diagnostic diatom-based records. Deltas, riverine wetlands and
receiving lagoons are likely to contain microfossil material that
may have been carried great distances by the upgradient river,
and so those microfossils may be used to provide an integrated
picture of the river’s ecological condition. To minimize topical
overlap, we refer the reader to Cooper et al. (this volume) for
a discussion of diatom applications in estuarine river mouths,
with particular attention to work performed on Chesapeake
Bay (Cooper, 1995). Further, refer to Trobajo and Sullivan (this
volume) for a summary of the ways that diatoms are used to
reconstruct the histories of coastal environments.
One modern diatom-based model was designed with the
intent of using the model equations to infer environmental
conditions in the Mackenzie Delta lakes (Hay et al., 1997). Delta
floodplain lakes allow for paleolimnological investigations of
watersheds due to close interaction between floodplain lakes
and rivers. In the case of Hay et al. (1997), a training set of
floodplain lakes was used to develop a diatom model that can
reconstruct the frequency and magnitude of flooding and other
river influences on these lakes. The frequency and duration of
lakefloodingbyariverhavestrongcontroloverthediatom com-
munity through hydrological and chemical shifts. For instance,
frequently flooded lakes tend to be turbid and so favor tolerant
phytoplanktonic diatom species (e.g. Asterionella Hassall and
Aulacoseira Thwaites), whereas infrequently flooded lakes are
typically transparent in the summer and support dense macro-
phyte populations; so those lakes tend to contain rich assem-
blages of benthic and epiphytic diatom species (e.g. Navicula
Bory). Further, Hay et al. identified a relationship between the
structure of diatom assemblages and methane (CH4),avari-
able which reflects decomposition of organic material, espe-
cially in non-flushed lakes with high macrophyte densities. The
authors acknowledged that diatoms were unlikely to be directly
responding to methane concentrations, but that the methane
variable captured diatom community changes that are asso-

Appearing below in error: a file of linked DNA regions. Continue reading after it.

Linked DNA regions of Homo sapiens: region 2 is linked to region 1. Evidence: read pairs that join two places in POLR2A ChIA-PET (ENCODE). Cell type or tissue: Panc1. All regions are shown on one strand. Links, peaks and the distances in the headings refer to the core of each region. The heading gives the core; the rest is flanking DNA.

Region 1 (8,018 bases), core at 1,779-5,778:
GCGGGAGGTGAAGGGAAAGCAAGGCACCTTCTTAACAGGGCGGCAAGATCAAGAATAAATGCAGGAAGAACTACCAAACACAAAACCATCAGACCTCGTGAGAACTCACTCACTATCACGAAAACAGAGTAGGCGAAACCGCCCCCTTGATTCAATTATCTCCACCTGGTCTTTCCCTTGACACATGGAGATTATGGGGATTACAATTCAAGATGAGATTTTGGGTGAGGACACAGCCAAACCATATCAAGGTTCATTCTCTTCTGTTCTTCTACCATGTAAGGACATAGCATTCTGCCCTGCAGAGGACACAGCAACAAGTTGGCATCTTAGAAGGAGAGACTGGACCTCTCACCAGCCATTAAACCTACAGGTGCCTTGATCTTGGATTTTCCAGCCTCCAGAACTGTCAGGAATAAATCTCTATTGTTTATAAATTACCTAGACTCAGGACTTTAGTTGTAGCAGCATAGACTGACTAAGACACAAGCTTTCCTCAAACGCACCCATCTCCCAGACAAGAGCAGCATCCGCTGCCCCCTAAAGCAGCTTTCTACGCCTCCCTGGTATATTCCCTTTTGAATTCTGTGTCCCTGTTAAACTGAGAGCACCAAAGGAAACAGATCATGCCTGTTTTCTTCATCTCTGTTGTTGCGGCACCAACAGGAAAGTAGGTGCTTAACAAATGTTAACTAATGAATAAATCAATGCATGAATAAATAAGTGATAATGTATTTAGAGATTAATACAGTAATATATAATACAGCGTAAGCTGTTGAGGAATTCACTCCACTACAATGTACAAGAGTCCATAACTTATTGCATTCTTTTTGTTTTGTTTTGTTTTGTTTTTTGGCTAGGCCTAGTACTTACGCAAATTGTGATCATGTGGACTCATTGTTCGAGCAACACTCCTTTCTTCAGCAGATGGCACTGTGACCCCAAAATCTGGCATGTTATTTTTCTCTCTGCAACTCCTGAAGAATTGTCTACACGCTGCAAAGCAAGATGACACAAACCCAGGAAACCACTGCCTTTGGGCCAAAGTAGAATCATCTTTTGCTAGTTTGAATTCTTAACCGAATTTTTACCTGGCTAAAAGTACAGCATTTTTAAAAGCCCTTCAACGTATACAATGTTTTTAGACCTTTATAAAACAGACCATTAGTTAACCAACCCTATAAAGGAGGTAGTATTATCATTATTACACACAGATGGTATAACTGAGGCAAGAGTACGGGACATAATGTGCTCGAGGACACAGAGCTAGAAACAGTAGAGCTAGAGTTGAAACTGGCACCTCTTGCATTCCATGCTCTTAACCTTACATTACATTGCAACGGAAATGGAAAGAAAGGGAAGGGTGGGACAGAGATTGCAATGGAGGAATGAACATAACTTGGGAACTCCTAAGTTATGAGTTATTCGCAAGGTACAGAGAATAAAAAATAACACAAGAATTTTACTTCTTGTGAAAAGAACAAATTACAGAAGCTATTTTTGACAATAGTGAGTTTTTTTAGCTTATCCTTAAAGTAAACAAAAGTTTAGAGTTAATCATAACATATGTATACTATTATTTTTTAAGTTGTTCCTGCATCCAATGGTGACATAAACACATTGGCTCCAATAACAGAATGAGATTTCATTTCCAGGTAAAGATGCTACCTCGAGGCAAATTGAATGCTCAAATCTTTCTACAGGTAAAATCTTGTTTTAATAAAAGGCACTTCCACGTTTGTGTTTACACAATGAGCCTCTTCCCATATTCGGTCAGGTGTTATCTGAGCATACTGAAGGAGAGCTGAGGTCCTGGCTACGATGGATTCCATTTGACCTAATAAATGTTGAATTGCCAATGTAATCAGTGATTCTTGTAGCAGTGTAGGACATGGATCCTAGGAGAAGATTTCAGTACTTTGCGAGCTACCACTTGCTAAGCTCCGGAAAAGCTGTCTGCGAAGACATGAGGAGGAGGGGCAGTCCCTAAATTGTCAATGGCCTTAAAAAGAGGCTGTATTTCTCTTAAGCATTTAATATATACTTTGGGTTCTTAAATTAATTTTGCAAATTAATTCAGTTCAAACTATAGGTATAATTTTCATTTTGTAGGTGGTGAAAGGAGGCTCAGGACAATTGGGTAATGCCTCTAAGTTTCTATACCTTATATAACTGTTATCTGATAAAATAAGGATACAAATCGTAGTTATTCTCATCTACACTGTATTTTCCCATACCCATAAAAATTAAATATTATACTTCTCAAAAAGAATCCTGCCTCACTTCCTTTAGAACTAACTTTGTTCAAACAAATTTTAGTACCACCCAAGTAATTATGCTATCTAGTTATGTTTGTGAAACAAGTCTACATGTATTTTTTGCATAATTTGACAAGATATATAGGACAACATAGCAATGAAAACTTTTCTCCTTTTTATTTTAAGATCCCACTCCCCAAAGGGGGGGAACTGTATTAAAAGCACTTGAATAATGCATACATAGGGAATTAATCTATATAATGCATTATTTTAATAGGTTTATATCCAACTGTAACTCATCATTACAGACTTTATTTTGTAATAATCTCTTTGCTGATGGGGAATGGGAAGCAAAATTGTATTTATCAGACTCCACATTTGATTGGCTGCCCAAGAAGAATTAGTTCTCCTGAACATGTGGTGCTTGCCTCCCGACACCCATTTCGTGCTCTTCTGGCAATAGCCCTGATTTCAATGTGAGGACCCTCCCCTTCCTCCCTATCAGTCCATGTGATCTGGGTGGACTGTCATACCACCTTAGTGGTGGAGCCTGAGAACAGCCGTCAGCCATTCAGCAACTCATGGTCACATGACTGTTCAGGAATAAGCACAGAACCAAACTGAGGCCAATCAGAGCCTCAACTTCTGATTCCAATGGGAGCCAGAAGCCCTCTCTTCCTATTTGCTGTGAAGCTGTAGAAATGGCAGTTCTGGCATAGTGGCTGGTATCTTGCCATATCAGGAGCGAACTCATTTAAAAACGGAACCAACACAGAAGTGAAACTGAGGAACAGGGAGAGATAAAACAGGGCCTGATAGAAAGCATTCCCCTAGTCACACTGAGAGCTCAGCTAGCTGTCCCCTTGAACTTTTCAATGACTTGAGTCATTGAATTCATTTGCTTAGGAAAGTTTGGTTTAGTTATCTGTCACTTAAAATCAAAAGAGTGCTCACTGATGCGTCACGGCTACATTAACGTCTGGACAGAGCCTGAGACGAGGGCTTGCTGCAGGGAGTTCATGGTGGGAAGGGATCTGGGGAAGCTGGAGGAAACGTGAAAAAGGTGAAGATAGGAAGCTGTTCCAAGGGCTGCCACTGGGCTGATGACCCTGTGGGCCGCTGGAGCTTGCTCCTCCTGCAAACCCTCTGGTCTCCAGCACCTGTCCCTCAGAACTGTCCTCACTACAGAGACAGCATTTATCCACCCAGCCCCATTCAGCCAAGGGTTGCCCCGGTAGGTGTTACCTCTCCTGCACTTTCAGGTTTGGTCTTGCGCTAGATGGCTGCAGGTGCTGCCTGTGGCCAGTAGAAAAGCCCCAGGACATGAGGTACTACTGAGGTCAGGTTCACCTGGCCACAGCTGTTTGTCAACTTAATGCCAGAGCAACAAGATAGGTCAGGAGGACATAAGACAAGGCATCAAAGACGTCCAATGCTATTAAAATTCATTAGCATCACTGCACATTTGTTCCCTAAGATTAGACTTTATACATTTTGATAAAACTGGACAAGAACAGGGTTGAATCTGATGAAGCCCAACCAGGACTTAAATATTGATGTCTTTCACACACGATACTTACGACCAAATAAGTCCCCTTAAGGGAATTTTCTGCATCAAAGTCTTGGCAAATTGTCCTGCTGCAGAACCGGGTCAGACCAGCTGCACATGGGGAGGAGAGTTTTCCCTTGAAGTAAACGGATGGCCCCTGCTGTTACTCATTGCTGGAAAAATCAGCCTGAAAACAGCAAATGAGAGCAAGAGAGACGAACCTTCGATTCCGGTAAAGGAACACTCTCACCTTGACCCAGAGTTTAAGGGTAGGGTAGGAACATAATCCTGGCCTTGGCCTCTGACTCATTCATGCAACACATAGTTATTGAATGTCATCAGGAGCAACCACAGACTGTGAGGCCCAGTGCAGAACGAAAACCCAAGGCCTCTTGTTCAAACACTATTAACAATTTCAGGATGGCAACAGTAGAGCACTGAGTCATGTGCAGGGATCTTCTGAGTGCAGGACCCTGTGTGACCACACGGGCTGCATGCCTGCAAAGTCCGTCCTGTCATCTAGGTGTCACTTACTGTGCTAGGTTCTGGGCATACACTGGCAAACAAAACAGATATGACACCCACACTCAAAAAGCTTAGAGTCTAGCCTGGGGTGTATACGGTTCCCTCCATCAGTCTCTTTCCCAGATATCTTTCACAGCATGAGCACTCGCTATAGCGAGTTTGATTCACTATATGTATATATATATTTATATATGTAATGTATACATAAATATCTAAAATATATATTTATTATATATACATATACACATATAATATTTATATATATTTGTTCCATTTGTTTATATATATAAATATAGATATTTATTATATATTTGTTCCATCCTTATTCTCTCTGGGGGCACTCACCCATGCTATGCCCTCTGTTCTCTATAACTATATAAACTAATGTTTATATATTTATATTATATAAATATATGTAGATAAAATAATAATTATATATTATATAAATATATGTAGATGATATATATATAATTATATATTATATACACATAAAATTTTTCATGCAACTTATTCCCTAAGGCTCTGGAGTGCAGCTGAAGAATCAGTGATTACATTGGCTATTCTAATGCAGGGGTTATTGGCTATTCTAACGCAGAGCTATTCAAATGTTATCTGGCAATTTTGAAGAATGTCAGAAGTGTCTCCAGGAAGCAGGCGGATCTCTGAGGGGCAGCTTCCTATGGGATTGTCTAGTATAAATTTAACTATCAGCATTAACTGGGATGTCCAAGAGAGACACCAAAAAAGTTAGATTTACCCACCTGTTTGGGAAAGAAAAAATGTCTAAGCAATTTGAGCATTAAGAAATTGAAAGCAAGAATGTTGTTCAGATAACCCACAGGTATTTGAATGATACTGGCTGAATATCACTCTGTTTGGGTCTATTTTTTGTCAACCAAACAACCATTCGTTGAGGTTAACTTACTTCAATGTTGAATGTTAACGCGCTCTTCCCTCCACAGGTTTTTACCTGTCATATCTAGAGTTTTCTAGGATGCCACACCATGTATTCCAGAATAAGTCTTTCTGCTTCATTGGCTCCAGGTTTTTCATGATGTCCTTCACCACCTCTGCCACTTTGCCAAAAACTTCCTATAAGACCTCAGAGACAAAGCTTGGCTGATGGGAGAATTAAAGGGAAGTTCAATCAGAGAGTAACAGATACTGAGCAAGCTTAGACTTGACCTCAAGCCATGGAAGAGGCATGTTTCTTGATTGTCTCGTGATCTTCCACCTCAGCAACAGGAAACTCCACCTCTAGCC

ciated with flooding. A regression model was developed to
infer sub-ice winter methane concentrations from sedimentary
diatom assemblages.
The Hay et al. (1997) model was applied to down-core diatom
assemblages in eight Mackenzie Delta lakes (Michelutti et al.,
2001). Not surprisingly, the lake with the most common river-
ine influence had high densities of planktonic species and very
low diatom-inferred methane (DI-CH4), whereas lakes with
rare or no connections to rivers had higher modern DI-CH4.
The Michelutti et al. (2001) sediment cores each represented a
few hundred years of accumulated material, but an important
future application of this model may be to generate regional
climate proxy data that can provide a record to evaluate warm-
ing scenarios in the Arctic. The importance of such work is
underscored by more recent studies on the Slave River Delta,
which flows into Great Slave Lake, northern Canada (Sokal
et al., 2008), and on the Peace-Athabasca Delta (PAD), which
connects to the Slave River (Wolfe et al., 2005). Wolfe et al.
(2005) evaluated diatom profiles from a small lake in the PAD
to explore the affects of flow regulation and climatic variability
on lake ecology. In concord with several ancillary indicators
(dendrochronology, magnetic susceptibility, isotopes, organic
content, plant and invertebrate macrofossils), they were able to
reconstruct riverine influences based on past accumulations of
Fragilaria pinnata Ehrenb., a diatom known to be carried in tur-
bid river water. Clear trends related to dry and wet conditions
were reconstructed for the last 300 years.
Terminal floodplain lakes in Australia have also been sub-
jects of diatom paleoecological studies. Fluin et al. (2007) used
diatoms to explore the degree of historical connectivity between
two adjacent terminal lagoons of the Murray River. Compari-
son of the relative numbers of riverine diatoms in sedimentary
profiles revealed that the two systems evolved independently
due to geomorphic separation. MacGregor et al. (2005) used
diatom records from terminal basins of the Lower Snowy River